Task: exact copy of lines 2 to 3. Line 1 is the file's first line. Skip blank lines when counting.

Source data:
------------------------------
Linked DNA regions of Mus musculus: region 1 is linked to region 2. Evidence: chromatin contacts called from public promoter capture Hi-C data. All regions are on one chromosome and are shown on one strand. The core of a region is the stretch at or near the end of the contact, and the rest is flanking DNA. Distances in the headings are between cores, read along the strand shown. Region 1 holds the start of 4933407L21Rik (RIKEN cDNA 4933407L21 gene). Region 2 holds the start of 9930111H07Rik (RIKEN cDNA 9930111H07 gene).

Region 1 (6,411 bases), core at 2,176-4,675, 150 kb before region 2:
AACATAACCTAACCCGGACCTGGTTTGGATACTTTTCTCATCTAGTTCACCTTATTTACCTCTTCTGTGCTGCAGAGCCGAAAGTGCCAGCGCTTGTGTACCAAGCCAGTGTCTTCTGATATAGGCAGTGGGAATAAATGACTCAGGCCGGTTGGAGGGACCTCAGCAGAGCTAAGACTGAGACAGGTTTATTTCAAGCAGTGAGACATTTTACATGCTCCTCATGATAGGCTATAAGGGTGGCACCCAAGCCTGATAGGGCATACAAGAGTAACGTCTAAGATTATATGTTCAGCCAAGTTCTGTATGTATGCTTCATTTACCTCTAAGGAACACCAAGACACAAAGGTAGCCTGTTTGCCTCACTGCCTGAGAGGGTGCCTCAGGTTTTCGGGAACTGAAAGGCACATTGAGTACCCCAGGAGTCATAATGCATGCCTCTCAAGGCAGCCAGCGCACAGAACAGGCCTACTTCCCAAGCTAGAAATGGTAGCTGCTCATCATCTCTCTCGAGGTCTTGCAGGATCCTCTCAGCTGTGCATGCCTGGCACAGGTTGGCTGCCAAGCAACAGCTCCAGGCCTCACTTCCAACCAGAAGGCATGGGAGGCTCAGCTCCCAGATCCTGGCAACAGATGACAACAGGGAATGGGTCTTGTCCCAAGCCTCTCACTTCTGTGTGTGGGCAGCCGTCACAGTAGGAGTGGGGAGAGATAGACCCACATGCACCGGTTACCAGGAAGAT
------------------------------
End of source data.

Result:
Region 1 (6,411 bases), core at 2,176-4,675, 150 kb before region 2:
AACATAACCTAACCCGGACCTGGTTTGGATACTTTTCTCATCTAGTTCACCTTATTTACCTCTTCTGTGCTGCAGAGCCGAAAGTGCCAGCGCTTGTGTACCAAGCCAGTGTCTTCTGATATAGGCAGTGGGAATAAATGACTCAGGCCGGTTGGAGGGACCTCAGCAGAGCTAAGACTGAGACAGGTTTATTTCAAGCAGTGAGACATTTTACATGCTCCTCATGATAGGCTATAAGGGTGGCACCCAAGCCTGATAGGGCATACAAGAGTAACGTCTAAGATTATATGTTCAGCCAAGTTCTGTATGTATGCTTCATTTACCTCTAAGGAACACCAAGACACAAAGGTAGCCTGTTTGCCTCACTGCCTGAGAGGGTGCCTCAGGTTTTCGGGAACTGAAAGGCACATTGAGTACCCCAGGAGTCATAATGCATGCCTCTCAAGGCAGCCAGCGCACAGAACAGGCCTACTTCCCAAGCTAGAAATGGTAGCTGCTCATCATCTCTCTCGAGGTCTTGCAGGATCCTCTCAGCTGTGCATGCCTGGCACAGGTTGGCTGCCAAGCAACAGCTCCAGGCCTCACTTCCAACCAGAAGGCATGGGAGGCTCAGCTCCCAGATCCTGGCAACAGATGACAACAGGGAATGGGTCTTGTCCCAAGCCTCTCACTTCTGTGTGTGGGCAGCCGTCACAGTAGGAGTGGGGAGAGATAGACCCACATGCACCGGTTACCAGGAAGAT